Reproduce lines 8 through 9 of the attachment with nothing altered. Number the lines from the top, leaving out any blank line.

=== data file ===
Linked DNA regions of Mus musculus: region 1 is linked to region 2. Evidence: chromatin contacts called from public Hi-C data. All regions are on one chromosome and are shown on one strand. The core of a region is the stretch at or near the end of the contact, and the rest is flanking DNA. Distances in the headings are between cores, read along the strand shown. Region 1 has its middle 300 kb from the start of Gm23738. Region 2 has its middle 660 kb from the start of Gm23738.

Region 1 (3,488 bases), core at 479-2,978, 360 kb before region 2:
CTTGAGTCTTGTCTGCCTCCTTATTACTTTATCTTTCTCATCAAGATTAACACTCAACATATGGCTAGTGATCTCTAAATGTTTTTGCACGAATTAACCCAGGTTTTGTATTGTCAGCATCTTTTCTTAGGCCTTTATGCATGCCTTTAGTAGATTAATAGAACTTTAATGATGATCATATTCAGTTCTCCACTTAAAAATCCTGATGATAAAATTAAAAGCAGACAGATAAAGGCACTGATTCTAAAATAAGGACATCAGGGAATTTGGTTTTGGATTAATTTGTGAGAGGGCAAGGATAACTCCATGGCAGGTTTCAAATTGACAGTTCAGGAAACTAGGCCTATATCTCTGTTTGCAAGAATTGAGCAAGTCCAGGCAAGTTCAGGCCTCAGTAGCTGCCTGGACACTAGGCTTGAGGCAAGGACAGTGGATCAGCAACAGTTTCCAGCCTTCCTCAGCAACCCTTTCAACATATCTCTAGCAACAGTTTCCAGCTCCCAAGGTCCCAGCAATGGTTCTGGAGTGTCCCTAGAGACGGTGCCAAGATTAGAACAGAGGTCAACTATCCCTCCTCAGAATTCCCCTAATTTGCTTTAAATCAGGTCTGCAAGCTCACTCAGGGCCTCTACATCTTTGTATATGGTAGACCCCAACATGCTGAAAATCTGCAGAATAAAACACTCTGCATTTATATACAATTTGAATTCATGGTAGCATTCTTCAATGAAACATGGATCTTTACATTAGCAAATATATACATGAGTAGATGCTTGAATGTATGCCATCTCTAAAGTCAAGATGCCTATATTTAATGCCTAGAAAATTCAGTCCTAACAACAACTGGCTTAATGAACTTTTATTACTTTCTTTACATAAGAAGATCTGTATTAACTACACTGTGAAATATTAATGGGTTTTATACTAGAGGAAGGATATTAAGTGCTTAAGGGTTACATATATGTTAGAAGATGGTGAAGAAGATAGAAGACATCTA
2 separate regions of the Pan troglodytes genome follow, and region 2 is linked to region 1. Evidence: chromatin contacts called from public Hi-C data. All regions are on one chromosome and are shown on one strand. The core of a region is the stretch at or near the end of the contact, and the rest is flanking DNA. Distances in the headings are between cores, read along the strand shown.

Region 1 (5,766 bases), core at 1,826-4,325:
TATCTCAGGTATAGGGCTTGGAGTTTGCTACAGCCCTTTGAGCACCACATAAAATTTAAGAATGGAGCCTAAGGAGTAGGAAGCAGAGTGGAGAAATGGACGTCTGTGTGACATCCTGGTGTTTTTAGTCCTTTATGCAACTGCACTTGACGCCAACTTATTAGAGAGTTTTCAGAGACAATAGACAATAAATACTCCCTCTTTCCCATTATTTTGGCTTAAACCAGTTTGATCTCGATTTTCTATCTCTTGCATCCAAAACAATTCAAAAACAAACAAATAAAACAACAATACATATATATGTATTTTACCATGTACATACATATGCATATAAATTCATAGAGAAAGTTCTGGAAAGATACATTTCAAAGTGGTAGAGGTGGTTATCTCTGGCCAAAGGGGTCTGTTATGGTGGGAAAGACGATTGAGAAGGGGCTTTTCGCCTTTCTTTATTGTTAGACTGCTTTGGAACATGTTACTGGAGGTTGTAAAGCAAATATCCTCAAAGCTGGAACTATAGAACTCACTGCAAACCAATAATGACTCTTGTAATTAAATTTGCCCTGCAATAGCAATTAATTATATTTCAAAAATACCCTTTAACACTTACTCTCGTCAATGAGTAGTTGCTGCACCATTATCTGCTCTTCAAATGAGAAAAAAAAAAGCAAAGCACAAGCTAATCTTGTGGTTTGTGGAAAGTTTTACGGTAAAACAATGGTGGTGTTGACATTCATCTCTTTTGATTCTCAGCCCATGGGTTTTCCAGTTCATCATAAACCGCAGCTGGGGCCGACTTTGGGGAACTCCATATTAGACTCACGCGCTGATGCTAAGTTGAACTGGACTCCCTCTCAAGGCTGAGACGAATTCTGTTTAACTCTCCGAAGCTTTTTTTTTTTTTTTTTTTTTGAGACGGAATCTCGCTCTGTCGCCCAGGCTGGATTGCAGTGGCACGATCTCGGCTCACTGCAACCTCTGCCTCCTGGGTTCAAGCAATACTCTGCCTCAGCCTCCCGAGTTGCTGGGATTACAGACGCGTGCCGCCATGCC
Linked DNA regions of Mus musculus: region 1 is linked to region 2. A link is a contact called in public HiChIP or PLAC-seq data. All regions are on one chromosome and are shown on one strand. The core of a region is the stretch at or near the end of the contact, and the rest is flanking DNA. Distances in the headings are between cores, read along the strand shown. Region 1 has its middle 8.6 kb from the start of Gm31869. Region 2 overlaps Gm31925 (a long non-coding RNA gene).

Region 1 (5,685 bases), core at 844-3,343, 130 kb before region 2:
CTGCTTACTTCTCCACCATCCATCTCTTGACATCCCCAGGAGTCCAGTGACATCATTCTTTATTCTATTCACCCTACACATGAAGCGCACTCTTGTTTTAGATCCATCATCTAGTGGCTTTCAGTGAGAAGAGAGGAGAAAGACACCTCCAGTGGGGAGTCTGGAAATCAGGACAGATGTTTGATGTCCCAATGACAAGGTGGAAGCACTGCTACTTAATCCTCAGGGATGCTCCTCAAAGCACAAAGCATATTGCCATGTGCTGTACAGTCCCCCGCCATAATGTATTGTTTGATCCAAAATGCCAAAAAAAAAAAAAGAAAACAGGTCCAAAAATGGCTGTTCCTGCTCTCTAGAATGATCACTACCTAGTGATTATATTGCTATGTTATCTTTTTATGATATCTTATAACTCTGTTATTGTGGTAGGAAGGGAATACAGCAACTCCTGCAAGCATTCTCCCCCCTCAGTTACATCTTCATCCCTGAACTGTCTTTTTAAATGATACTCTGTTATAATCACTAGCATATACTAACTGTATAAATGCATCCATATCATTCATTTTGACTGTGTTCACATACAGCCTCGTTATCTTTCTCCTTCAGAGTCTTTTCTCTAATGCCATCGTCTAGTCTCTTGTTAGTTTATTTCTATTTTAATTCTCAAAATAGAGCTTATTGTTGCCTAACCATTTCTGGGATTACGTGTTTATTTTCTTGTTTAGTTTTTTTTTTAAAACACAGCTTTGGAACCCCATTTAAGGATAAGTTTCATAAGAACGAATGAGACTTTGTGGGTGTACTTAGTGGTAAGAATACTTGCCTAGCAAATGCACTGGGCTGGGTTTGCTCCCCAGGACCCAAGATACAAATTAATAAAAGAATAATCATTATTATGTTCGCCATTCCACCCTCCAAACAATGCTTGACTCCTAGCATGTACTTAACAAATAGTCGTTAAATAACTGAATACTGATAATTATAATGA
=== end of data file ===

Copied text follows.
Region 1 (5,685 bases), core at 844-3,343, 130 kb before region 2:
CTGCTTACTTCTCCACCATCCATCTCTTGACATCCCCAGGAGTCCAGTGACATCATTCTTTATTCTATTCACCCTACACATGAAGCGCACTCTTGTTTTAGATCCATCATCTAGTGGCTTTCAGTGAGAAGAGAGGAGAAAGACACCTCCAGTGGGGAGTCTGGAAATCAGGACAGATGTTTGATGTCCCAATGACAAGGTGGAAGCACTGCTACTTAATCCTCAGGGATGCTCCTCAAAGCACAAAGCATATTGCCATGTGCTGTACAGTCCCCCGCCATAATGTATTGTTTGATCCAAAATGCCAAAAAAAAAAAAAGAAAACAGGTCCAAAAATGGCTGTTCCTGCTCTCTAGAATGATCACTACCTAGTGATTATATTGCTATGTTATCTTTTTATGATATCTTATAACTCTGTTATTGTGGTAGGAAGGGAATACAGCAACTCCTGCAAGCATTCTCCCCCCTCAGTTACATCTTCATCCCTGAACTGTCTTTTTAAATGATACTCTGTTATAATCACTAGCATATACTAACTGTATAAATGCATCCATATCATTCATTTTGACTGTGTTCACATACAGCCTCGTTATCTTTCTCCTTCAGAGTCTTTTCTCTAATGCCATCGTCTAGTCTCTTGTTAGTTTATTTCTATTTTAATTCTCAAAATAGAGCTTATTGTTGCCTAACCATTTCTGGGATTACGTGTTTATTTTCTTGTTTAGTTTTTTTTTTAAAACACAGCTTTGGAACCCCATTTAAGGATAAGTTTCATAAGAACGAATGAGACTTTGTGGGTGTACTTAGTGGTAAGAATACTTGCCTAGCAAATGCACTGGGCTGGGTTTGCTCCCCAGGACCCAAGATACAAATTAATAAAAGAATAATCATTATTATGTTCGCCATTCCACCCTCCAAACAATGCTTGACTCCTAGCATGTACTTAACAAATAGTCGTTAAATAACTGAATACTGATAATTATAATGA